Educating tomorrow’s doctorsBMJ 2012; 344 doi: https://doi.org/10.1136/bmj.e3689 (Published 29 May 2012) Cite this as: BMJ 2012;344:e3689
In spring 1992, Student BMJ was launched as one of the first international peer reviewed journals written by and for medical students.1 The journal was created as a place for students and junior doctors to find out about developments in medical education, career planning, and research, and to access education and opinion on matters that might not be comprehensively taught at medical school.
Twenty years on, much has changed. For example, in 1993 British universities adopted undergraduate core curriculums to standardise medical education. And in 2009, implementation of the European Working Time Directive (EWTD) restricted junior doctors’ hours of work across the European Union to 48 hours a week. At the BMJ our aim has been to help students and educators keep abreast of these changes and to understand what they mean for curriculums and careers. With a monthly print readership of 21 000, 24 000 unique visitors each month online from around the world, and growing opportunities for interactivity, we have been in a position not only to support our readers but to learn from them.
We have learnt that, although trainees recognise that evidence based medicine is important in clinical training and when dealing with patients,2 they rarely read research papers. So Student BMJ has had to change the way it presents original research. Where initially we used to republish selected studies as they appeared in the BMJ, we now offer a breakdown and analysis of just one study in our “Research explained” section.
We’ve also learnt that trainees want to know “how” and “why.” They tend to be good at memorising facts and figures to pass assessments but less good at retaining the information.3 TheEWTD , and similar legislation in North America, has added time constraints, cutting down on useful clinical exposure for learning on the job.4 Educators must adapt their teaching methods, to answer “how” and “why” even more efficiently than before. Student BMJ’s education section has adapted too. Initiatives such as our interpretation series aim to help students reinforce their knowledge of a core topic, such as reading radiographs or understanding arterial blood gases, by using case based discussion.5 6
Finally, we’ve learnt that trainees and teachers have different priorities when it comes to education and career development. Last month, we polled BMJ and Student BMJ readers to ask what they thought was the most important change to medical education in the past 20 years. Teaching methods and resources (40%) topped clinicians’ and educators’ list, whereas students and junior doctors felt that competition for jobs when qualified (24%) and quality of teaching (21%) were the main challenges to their education. Student debt and competition to get into medical school featured for both groups.
It’s no surprise that debt looms high on the list of concerns for trainees. This year, UK university tuition fees hit an all time high of up to £9000 a year ( €11 000; $14 000). Similar spikes have occurred in the United States7 and Canada8, where students pay $20 000 more a year on average for tuition than they did in 1995.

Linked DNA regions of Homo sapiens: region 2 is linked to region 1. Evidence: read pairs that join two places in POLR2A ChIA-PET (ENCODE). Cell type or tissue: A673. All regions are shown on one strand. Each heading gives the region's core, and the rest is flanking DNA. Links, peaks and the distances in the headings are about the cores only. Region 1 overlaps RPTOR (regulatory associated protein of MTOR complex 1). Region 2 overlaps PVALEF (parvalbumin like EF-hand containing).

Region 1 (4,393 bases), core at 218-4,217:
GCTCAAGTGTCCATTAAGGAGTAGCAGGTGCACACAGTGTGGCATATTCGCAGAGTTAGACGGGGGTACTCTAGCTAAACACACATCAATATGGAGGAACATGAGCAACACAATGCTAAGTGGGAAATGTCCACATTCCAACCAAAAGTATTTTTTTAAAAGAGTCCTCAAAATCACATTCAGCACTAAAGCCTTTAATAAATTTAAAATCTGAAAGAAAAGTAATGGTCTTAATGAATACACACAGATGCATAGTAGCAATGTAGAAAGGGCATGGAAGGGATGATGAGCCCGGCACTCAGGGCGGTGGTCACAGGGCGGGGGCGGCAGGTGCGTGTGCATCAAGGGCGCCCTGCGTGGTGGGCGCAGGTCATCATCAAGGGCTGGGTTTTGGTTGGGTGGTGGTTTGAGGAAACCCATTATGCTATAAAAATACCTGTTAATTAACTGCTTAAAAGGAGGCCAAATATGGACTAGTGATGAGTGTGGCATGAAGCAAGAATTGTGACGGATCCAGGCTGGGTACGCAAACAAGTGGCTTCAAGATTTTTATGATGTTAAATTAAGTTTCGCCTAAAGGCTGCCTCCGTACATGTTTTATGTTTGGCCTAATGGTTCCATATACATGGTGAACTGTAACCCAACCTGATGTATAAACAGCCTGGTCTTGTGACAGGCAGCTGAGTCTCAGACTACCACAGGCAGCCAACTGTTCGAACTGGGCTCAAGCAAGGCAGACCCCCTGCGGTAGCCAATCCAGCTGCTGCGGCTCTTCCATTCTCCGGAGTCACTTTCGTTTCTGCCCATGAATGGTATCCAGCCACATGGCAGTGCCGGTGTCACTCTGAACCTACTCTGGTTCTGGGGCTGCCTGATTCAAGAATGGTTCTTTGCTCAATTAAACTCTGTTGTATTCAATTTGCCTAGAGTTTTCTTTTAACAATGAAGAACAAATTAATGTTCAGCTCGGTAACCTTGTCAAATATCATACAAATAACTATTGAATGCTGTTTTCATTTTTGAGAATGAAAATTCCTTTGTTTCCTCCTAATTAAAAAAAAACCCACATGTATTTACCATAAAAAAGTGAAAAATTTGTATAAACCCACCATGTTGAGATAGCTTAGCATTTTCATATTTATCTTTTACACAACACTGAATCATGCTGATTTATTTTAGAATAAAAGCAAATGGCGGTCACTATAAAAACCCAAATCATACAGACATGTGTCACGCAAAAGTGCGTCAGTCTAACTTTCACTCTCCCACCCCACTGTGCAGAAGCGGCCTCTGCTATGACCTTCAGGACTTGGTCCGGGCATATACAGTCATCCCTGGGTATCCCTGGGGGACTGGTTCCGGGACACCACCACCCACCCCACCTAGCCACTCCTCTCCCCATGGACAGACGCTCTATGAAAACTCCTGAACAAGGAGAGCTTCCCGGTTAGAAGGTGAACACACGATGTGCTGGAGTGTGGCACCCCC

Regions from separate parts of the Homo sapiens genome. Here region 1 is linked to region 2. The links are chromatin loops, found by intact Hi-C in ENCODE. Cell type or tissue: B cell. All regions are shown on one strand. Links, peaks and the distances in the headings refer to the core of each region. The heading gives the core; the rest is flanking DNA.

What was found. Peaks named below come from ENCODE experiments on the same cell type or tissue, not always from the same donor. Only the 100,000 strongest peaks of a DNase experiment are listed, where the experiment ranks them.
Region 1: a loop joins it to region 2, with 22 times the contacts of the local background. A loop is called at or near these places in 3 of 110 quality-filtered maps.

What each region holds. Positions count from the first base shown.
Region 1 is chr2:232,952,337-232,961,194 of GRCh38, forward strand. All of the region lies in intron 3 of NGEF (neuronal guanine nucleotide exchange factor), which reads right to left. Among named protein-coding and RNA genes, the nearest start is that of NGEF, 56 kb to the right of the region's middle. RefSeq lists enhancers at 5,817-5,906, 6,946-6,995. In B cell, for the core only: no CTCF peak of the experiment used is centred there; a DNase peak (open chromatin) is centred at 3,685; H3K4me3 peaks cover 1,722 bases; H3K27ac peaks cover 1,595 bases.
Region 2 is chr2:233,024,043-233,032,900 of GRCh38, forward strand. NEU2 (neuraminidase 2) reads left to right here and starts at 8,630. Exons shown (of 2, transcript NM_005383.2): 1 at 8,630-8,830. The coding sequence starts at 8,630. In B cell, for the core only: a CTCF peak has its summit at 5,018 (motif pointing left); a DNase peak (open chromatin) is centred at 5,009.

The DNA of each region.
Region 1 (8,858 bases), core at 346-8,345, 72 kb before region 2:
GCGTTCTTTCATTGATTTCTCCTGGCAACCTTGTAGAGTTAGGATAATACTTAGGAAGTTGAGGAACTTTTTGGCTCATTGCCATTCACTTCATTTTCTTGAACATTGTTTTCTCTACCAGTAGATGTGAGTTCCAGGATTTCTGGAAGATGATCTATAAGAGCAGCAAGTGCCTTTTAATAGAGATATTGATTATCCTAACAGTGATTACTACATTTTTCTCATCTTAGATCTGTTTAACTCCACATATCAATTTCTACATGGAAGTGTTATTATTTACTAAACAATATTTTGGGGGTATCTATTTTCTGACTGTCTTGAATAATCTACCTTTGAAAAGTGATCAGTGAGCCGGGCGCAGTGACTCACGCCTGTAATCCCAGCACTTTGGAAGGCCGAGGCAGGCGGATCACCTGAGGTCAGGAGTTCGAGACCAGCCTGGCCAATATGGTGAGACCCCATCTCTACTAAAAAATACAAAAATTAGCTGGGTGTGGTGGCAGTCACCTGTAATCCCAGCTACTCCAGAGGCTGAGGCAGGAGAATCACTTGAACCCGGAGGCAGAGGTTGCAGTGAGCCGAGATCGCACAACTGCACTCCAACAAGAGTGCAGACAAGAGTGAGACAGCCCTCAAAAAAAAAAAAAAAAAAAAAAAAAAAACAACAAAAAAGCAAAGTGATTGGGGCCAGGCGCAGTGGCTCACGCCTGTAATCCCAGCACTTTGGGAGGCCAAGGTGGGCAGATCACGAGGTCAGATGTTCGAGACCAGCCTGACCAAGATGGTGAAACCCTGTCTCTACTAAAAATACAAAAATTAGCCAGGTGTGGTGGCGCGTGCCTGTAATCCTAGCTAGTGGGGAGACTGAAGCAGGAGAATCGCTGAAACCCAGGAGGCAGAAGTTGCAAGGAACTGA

As for competition, the reasons for concern are not so clear. Although applications to medical schools have increased (23 000 this year in the UK compared with 14 000 in 1996), competition ratios to enter UK medical schools have remained stable at about 2.3 applications for each place. This figure is much the same as in the United States, with 2.19 applications per place.9
One thing on which trainees and educators also agree is the value they place on good educational content. In 2010, an online survey of Student BMJ readers gave their highest rating to our education section, composed of clinical reviews and picture quizzes. This is an aspect of the journal we will continue to focus on, with the help of expert co-authors who liaise with students to produce articles of high relevance to other trainees.
We’ve come a long way, but we want to go further. As we look forward to the next 20 years, we anticipate constant changes to the medical curriculum, workforce planning, clinical practice, and student life.10 We want to find new ways to support tomorrow’s doctors, so that they learn to make rational decisions about diagnosis and treatment, to design and manage high quality systems of care as well as treating individual patients, and above all, to practise medicine with integrity and compassion. We welcome suggestions and feedback on what you think tomorrow’s doctors need to know, and how we can best serve their needs.
Cite this as: BMJ 2012;344:e3689
Competing interests: All authors have completed the ICMJE uniform disclosure form at www.icmje.org/coi_disclosure.pdf (available on request from the corresponding author) and declare: no support from any organisation for the submitted work; no financial relationships with any organisations that might have an interest in the submitted work in the previous three years; no other relationships or activities that could appear to have influenced the submitted work.
Provenance and peer review: Commissioned, not externally peer reviewed.